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Heat rash, stay away!


Thanks to Covid-19, most of us are confined in our homes. But as we are all trying our best to fight this invisible enemy, we are also fighting the effects of the scorching heat sun brought to us by this hot and dry summer season.

Over the past few days, we have been experiencing extreme heat. On May 6, at 43-degree Celsius, Metro Manila recorded the highest heat index for the year. Other parts of the country had it even hotter. The hottest in Sangley Point, Cavite was 51 degrees, as it was in Dagupan City, Pangasinan. Worse still, in Butuan City, Agusan Del Norte, it was 53.

Kid in the rain (jansen)

A child takes a splash in a fountain at Sta. Cruz, Manila (Jansen Romero / MANILA BULLETIN FILE PHOTO)

Heat and the babies’ skin

Studies have shown that with heat beyond normal room temperature, we are prone to skin problems such as heat rash, and dry, irritated skin. More susceptible are infants and kids, according to studies. At Cetaphil’s Mommy Dialogues, mom-of-two and dermatologist Dr. Gaile Robredo Vitas explains to Manila Bulletin Lifestyle why kids are more prone to these skin problems and shares how mommies can protect their little ones. 

According to Dr. Vitas, babies’ skin composition is not like that of adults. “It’s very important not to expose them to extremes of temperature, because the composition of their skin is different compared to adults,” she says. “It’s important to keep them cool if it’s really hot, and to keep them hydrated.”

Pro Tips 

She gives some tips for moms to protect their little ones’ sensitive skin on these hot days. 

Dr. Gaile Robredo-Vitas

Dr. Gaile Robredo-Vitas


  • Abrasive washcloth is a no-no.


“Baby’s skin (and body as a whole) is maturing and developing and parents and caregivers should be mindful of how they treat it,” she says. “The use of abrasive washcloth when bathing is a no-no. Their skin is also vulnerable to conditions of occlusion and friction.”


  • Don’t use sunscreen on infants. Avoid prolonged sun exposure.


While sunlight is good for everyone’s health, too much sun exposure is dangerous, especially for babies. “Babies have immature melanocytes and thin skin that puts them at risk for enhanced skin damage from UV exposure. Therefore, it is recommended that your babies avoid prolonged sun exposure from 9 a.m. to 3 p.m. and to use protective clothing instead of sunscreens,” Dr. Vitas explains. “Sunscreens are not recommended for babies under six months of age because there are no studies conducted for this age group. For babies six months or older, opt for physical sunscreens—zinc oxide and titanium dioxide because they are less irritating on babies’ skin.”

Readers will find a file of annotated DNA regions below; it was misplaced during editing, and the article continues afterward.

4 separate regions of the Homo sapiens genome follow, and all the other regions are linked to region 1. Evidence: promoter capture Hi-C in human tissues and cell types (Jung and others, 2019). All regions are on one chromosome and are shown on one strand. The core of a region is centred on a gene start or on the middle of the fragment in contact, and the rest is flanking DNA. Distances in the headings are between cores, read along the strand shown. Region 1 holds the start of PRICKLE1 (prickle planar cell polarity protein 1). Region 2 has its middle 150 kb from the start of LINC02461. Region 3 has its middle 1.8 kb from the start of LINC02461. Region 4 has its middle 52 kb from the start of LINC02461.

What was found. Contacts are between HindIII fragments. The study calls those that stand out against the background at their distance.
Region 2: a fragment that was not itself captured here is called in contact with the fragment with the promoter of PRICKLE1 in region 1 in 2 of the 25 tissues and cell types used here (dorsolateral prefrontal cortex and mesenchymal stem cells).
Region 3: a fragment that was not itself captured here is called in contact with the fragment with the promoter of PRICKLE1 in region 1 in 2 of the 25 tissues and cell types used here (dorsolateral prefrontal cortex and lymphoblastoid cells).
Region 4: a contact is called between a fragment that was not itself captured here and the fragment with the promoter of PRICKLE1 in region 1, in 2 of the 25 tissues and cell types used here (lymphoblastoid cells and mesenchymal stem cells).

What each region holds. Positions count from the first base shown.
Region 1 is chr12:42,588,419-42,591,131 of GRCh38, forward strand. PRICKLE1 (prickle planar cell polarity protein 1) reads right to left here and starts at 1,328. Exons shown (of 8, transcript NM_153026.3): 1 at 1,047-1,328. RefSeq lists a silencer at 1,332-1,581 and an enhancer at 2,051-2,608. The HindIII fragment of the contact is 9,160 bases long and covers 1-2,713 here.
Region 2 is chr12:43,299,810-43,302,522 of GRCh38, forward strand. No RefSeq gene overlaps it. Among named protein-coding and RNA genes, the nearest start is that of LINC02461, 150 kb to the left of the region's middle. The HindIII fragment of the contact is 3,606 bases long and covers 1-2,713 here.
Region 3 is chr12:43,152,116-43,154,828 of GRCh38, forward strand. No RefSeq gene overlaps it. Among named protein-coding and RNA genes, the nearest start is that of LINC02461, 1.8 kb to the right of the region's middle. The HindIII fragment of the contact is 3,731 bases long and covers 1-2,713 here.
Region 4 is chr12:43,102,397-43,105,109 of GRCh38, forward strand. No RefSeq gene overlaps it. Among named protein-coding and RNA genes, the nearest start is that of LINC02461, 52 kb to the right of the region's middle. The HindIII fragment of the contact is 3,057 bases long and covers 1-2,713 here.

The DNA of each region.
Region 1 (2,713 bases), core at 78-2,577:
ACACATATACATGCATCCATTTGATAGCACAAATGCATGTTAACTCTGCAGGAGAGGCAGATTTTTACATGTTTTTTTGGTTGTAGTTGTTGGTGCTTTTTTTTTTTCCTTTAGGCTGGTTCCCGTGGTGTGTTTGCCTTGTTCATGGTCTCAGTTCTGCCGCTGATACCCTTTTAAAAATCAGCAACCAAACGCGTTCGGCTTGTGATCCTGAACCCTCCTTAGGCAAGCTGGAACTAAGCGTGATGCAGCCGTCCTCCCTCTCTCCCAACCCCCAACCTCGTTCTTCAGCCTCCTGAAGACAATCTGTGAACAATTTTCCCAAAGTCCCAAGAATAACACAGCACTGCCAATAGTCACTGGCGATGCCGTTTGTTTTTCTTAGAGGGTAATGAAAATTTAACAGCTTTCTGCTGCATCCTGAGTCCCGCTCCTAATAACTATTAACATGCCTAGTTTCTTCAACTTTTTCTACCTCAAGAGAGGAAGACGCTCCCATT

• Pamper them with a massage.


“Apart from improving circulation, it is also a way of conveying love and affection,” says the dermatologist of loving massages. “Research shows that touch stimulates hormones, boosts immunity, and helps fight disease. Babies who are massaged often also tend to be calmer, more secure, so they sleep better and cry less.” 

Cetaphil Baby-PR Photos-B


  • Use mild cleansers.


“Preserve, protect, and enhance your baby’s skin barrier by providing it with the much-needed moisture and lipids. Babies have increased transepidermal water loss (TEWL), defined as the insensible loss of water from the skin due to evaporation, in the absence of sweat,” she says. “Their skin is prone to dryness and applying emollients significantly lowers TEWL and improves hydration without disrupting skin surface pH and sebum production. Regular application from birth can be considered an effective approach for atopic dermatitis prevention in neonates at high risk for developing it.”

Skin care and beauty expert Dr. Vitas encourages mommies to use dermatologist-recommended baby products such as Cetaphil Babies. “Babies get dehydrated so fast. You think by just looking at them that they have perfect skin. No, they really need more protection and are more vulnerable than adults,” she ends. 

Source: Manila Bulletin (

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